Over the Christmas break, I went home to Ottawa and while there, I visited the National Gallery of Canada. I went to the two special exhibits: the Group of Seven and M.C. Escher. The gallery was packed and we waited for three quarters of an hour to see the Escher lithographs. And all of this seemed totally natural to us!
The idea of isolating art in its own building and forcing you to pay to see it would seem bizarre to people of many other cultures.
Art is (generally) expensive and so we associate being wealthy with being able to afford expensive (“good”) art. The question then becomes of how to get the money to buy the art as opposed to whether or not this is a rational way of doing things. Art then becomes another way that the accumulation of wealth and goods is naturalised and people “buy” into the capitalist system. Before realising it people are too deeply entrenched in this system to abandon it, when abandoning it would mean losing all that they had gained. In this way, most people unconsciously swallow the ideology of capitalism.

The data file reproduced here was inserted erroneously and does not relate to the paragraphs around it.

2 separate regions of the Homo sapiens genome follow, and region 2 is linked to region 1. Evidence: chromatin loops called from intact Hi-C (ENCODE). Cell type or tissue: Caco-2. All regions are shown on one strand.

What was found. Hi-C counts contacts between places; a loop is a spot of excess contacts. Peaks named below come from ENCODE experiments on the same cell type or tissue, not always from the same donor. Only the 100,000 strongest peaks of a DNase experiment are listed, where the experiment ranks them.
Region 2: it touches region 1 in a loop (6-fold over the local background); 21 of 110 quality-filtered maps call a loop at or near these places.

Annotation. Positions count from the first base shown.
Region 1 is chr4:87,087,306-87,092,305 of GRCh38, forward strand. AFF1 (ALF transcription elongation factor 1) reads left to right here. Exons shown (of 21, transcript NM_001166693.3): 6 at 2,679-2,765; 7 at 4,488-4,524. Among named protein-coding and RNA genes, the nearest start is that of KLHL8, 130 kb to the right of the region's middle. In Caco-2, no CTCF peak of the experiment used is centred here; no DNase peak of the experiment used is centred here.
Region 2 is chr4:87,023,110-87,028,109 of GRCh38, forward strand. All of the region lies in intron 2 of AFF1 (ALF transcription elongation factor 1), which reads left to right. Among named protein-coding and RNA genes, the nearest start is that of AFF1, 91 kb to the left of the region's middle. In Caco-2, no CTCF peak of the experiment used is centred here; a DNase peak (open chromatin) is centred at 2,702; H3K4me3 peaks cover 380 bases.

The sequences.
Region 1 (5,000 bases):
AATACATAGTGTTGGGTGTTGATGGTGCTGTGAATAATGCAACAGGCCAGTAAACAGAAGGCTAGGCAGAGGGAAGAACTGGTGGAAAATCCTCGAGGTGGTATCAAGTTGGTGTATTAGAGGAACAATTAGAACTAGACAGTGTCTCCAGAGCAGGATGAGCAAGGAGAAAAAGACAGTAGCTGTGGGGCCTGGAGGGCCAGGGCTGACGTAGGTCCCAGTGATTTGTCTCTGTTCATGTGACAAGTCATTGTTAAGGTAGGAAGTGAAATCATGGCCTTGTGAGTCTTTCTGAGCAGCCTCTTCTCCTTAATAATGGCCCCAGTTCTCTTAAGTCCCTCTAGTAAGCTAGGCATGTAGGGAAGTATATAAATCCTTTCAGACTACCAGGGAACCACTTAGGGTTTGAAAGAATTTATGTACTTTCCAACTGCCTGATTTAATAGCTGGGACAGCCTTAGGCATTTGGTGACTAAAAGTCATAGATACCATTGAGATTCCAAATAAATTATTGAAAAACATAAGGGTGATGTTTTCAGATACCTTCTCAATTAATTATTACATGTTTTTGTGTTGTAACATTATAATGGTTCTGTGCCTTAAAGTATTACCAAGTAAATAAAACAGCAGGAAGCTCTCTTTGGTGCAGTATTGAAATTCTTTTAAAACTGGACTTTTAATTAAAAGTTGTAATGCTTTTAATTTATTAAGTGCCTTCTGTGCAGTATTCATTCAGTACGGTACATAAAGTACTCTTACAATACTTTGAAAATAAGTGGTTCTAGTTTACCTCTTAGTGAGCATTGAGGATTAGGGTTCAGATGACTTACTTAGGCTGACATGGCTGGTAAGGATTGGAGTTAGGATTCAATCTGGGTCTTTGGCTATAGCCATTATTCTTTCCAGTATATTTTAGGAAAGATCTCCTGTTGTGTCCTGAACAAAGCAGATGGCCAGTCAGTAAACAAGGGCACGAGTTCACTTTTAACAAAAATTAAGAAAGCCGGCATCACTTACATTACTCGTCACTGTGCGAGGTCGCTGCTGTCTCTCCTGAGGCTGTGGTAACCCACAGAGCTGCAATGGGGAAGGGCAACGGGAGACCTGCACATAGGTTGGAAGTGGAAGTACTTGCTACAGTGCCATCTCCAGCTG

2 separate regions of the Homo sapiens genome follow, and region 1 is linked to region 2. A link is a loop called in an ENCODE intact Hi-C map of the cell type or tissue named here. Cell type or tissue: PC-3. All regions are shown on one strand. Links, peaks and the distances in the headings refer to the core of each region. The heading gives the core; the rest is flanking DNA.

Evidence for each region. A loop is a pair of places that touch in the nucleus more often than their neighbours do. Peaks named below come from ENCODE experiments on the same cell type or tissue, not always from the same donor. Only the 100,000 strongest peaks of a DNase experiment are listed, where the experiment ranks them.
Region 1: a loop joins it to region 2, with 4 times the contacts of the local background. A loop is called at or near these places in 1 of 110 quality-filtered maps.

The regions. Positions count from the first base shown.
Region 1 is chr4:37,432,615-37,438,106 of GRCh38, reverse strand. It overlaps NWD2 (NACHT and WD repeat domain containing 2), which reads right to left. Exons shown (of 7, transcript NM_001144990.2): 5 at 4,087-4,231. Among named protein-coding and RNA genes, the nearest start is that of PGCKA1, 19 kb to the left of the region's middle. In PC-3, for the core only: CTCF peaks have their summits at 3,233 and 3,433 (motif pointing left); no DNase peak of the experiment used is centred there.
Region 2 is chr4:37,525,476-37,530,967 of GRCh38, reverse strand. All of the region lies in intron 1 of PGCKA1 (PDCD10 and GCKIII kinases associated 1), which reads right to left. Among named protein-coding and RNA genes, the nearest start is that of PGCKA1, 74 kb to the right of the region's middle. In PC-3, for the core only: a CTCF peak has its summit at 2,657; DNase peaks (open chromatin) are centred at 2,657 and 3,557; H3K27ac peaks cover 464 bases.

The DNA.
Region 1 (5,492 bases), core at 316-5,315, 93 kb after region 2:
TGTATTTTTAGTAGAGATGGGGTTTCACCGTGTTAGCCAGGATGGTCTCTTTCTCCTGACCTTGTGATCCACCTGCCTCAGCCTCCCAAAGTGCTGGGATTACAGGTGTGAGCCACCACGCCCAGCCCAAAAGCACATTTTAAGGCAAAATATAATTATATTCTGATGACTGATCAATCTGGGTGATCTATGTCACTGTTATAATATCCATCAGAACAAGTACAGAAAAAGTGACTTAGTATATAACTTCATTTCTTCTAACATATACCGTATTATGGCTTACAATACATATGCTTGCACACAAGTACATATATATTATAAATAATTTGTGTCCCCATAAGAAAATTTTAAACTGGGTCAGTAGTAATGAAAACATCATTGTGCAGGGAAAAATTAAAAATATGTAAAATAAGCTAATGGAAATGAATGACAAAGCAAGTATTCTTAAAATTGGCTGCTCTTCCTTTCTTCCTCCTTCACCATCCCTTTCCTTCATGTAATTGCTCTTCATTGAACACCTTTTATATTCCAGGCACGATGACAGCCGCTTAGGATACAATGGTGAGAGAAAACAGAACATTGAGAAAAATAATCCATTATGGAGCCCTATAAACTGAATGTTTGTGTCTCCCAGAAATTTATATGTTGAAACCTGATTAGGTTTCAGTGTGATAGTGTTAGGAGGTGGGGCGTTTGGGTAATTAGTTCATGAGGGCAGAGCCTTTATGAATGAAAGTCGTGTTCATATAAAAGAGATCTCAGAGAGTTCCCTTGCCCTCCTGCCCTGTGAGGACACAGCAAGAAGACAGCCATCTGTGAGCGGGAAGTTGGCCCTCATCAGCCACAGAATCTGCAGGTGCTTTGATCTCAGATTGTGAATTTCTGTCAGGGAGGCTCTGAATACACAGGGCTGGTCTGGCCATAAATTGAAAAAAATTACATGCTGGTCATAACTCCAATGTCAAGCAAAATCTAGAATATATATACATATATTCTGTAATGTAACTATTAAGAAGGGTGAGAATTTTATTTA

Clearly, the valuing and purchasing of things lies at the base of capitalist ideology. If we disagree with that ideology then we must act against it or shut up and be hypocrites. One alternative would be producing the things we need instead of buying them. Most people would argue that this is unfeasible due to the time it would take. Time for what? Time for earning money, of course; which puts us right back in the capitalist mode.
As an artist myself, I’m in somewhat of a bind. If I want to make a living in this capitalist system then I must sell my work. The higher the price, the better I live (is that true?). On the other hand, if I disagree with the capitalist system then I shouldn’t sell my art. What should I do?